While we may not think of it, most of the herbs and spices in our pantry got there because of their healing properties. Everyday herbs like parsley, turmeric, and cinnamon should be considered part of your medicine cabinet, not just your kitchen cabinet. And there are lots of others with therapeutic uses, too.
One of my all-time favorite medicinal herbs is ginger. Besides being a spice often relegated to curries and holiday treats, ginger has been shown to help calm upset stomachs, soothe nausea, relieve pain, and lower inflammation [source].
Here’s how to incorporate this powerful healer into your routine and reap the stomach-soothing benefits all season long.
The Benefits of Ginger
Researchers say that it’s the volatile oils and phenol compounds that give ginger its healing powers [source].
While you can eat it fresh or cook it into stews, treats, and curries, a tea made from ginger is often the quickest and easiest way to reap its benefits. Just a few minutes of steeping can deliver high levels of vitamin C and amino acids, as well as trace elements like zinc, sodium, calcium, and phosphorus.
Here are some of the ways ginger can help you feel better:
One of the first things most people notice about ginger is its spice. Thanks to volatile oils, ginger’s spiciness acts as an appetite stimulant, which prepares the digestive tract for food.
If you suffer from indigestion, bloating, gas, or stomach discomfort after eating, consuming ginger before meals may help.
Taking 1–1.5 grams of ginger is said to help prevent many different types of nausea, especially sea sickness, chemotherapy-related nausea, and foodborne stomach ailments. Ginger has also been used for morning sickness and can quickly soothe an upset stomach. However, before taking any medicinal substances in pregnancy, it is a good idea to consult your physician [source].
Fever and infection
Ginger can also help the body fight infection. It is said to increase core body temperature and promote circulation, which helps white blood cells get to the source of the infection and attack invading bacteria. Especially when combined with raw honey, ginger is an effective remedy for cold and flu symptoms and can even be used topically to kill bacteria and promote wound healing.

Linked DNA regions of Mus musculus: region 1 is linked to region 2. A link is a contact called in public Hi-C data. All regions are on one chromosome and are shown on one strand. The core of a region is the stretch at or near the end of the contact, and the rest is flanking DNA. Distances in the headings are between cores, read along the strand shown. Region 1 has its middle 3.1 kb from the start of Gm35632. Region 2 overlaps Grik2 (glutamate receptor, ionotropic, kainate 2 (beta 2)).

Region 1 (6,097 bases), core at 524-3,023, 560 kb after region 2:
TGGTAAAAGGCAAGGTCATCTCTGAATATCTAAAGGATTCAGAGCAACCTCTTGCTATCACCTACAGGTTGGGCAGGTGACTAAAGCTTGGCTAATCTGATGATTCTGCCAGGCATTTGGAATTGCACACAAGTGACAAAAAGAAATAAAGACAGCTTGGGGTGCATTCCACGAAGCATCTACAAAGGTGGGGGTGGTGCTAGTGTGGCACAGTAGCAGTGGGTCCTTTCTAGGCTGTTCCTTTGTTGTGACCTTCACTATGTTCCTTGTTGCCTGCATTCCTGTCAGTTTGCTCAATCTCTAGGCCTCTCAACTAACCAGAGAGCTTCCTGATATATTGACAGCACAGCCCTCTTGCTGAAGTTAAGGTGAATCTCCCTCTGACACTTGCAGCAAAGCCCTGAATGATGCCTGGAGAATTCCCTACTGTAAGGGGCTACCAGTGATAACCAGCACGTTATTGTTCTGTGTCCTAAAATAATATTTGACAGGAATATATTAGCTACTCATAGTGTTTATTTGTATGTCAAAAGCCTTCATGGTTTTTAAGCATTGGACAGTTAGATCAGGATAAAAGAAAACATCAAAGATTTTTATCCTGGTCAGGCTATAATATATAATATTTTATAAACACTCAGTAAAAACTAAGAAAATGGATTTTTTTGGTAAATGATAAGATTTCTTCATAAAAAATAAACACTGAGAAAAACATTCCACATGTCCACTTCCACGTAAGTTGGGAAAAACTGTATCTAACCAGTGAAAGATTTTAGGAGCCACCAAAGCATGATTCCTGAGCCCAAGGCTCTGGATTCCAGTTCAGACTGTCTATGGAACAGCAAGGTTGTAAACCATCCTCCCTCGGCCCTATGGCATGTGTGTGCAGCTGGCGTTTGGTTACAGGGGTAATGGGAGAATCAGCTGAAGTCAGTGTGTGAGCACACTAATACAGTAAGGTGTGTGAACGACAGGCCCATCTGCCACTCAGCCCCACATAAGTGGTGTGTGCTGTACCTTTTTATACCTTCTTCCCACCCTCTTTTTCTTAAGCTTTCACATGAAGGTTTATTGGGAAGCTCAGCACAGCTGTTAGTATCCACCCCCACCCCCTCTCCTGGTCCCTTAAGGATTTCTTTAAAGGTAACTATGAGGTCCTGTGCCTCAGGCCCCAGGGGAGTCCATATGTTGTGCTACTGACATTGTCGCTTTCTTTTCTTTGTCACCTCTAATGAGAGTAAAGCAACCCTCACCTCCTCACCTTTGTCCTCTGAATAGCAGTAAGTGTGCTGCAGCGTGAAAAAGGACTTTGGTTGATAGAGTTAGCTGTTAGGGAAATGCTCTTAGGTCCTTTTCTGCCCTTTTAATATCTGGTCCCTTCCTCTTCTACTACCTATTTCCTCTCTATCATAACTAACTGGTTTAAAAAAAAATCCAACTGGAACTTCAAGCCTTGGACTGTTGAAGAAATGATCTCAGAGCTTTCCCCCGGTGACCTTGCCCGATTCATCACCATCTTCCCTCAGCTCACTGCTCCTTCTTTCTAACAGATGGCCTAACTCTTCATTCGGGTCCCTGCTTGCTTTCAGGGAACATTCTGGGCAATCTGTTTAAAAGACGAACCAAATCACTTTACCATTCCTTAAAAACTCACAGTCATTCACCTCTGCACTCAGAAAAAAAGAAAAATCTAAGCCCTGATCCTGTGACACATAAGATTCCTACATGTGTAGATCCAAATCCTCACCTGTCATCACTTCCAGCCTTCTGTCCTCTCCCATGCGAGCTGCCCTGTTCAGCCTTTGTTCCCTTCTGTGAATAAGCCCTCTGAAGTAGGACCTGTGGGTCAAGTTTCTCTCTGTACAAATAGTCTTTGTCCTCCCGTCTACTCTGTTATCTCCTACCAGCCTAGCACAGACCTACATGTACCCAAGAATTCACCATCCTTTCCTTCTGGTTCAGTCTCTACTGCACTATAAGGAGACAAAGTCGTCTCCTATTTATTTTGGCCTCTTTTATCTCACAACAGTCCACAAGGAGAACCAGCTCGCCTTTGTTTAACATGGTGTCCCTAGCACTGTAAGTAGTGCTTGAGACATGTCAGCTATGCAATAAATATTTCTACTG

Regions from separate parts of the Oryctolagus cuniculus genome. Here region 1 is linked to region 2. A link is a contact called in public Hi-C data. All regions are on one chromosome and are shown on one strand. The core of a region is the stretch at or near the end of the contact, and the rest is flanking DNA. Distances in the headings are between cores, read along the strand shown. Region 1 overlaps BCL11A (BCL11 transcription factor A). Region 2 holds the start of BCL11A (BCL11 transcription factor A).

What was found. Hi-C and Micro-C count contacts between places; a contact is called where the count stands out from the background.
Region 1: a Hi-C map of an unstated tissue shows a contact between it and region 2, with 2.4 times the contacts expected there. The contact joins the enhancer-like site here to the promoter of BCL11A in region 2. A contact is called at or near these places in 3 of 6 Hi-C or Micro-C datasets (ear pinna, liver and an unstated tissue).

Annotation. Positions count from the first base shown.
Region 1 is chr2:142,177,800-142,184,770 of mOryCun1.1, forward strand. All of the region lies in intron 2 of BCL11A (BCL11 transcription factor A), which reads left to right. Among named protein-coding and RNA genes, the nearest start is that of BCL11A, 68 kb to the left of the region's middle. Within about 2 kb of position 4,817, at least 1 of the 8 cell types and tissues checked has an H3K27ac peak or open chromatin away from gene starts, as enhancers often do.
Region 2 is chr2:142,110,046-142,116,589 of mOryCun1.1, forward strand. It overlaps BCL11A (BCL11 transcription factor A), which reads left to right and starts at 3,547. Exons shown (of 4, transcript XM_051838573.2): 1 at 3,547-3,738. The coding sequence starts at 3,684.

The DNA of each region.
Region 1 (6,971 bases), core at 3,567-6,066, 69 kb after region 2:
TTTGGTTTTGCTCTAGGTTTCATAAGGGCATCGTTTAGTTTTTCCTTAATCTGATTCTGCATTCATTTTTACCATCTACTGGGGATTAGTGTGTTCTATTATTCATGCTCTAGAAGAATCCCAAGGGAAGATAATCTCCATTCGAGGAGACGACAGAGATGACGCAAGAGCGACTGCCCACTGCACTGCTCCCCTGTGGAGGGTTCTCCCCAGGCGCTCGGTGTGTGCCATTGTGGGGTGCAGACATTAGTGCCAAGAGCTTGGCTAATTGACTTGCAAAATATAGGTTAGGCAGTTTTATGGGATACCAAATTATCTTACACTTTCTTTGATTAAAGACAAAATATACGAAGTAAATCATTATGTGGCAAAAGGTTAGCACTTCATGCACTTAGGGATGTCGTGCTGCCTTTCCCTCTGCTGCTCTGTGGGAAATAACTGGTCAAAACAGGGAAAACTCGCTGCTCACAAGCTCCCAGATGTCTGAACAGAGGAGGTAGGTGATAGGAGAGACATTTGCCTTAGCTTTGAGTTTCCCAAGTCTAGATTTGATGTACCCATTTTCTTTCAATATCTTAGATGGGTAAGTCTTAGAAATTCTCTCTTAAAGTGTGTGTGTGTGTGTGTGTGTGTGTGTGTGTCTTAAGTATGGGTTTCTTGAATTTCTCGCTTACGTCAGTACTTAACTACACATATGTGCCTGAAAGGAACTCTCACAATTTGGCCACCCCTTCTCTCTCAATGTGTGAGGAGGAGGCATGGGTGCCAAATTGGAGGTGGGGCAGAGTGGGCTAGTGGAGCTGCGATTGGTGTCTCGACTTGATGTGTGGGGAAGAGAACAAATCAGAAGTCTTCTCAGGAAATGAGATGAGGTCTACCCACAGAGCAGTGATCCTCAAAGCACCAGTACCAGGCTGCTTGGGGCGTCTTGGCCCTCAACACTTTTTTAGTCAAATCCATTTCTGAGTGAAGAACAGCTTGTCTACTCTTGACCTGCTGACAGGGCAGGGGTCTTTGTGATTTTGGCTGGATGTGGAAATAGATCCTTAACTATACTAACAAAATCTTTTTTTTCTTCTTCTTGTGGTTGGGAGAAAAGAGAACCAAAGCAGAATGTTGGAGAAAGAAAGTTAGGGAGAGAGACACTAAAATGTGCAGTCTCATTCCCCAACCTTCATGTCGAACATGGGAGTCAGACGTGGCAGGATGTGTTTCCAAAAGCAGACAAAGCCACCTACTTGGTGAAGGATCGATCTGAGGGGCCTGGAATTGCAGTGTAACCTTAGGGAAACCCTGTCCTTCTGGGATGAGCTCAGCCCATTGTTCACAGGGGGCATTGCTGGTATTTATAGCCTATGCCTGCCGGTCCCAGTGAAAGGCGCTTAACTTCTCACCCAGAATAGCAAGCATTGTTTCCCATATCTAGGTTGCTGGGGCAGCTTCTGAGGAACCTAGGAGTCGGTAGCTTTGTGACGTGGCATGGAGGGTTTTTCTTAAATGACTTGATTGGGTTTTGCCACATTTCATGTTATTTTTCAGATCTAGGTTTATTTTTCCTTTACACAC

Muscle aches and pain
Ginger has potent anti-inflammatory properties, which might help explain why it’s often used to soothe minor aches, pain, and cramps.
How to Make Ginger Tea
Tea made from fresh ginger root is far tastier than anything that comes from a tea bag. It’s soothing, healing, and great for digestion.
Homemade Ginger Tea
- Small saucepan
- Wash your fresh ginger root, then peel it using the edge of a spoon and slice it thinly. Place the ginger root, elderflower blossoms, and water in a small saucepan.
- For a mild tea, boil for at least 10 minutes. For a stronger tea, use more ginger root and let it boil for 20 minutes.
- Remove it from the heat and strain the ginger and elderflowers. Let it cool for 5 minutes, then add the raw honey and enjoy!
Gunathilake K, et al. Recent perspectives on the medicinal potential of ginger. Botanics Targ Ther. 2015.
Semwal RB, et al. Gingerols and shogaols: important nutraceutical principles from ginger. Phytochemistry. 2015.
Shawahna R, et al. Which potential harms and benefits of using ginger in the management of nausea and vomiting of pregnancy should be addressed? a consensual study among pregnant women and gynecologists. BMC Complement Altern Med. 2017.
This article was medically reviewed by Dr. Gina Jansheski, a licensed, board-certified pediatrician who has more than 20 years of practice experience. Learn more about Hello Glow’s medical reviewers here. As always, this is not personal medical advice, and we recommend that you talk with your doctor.243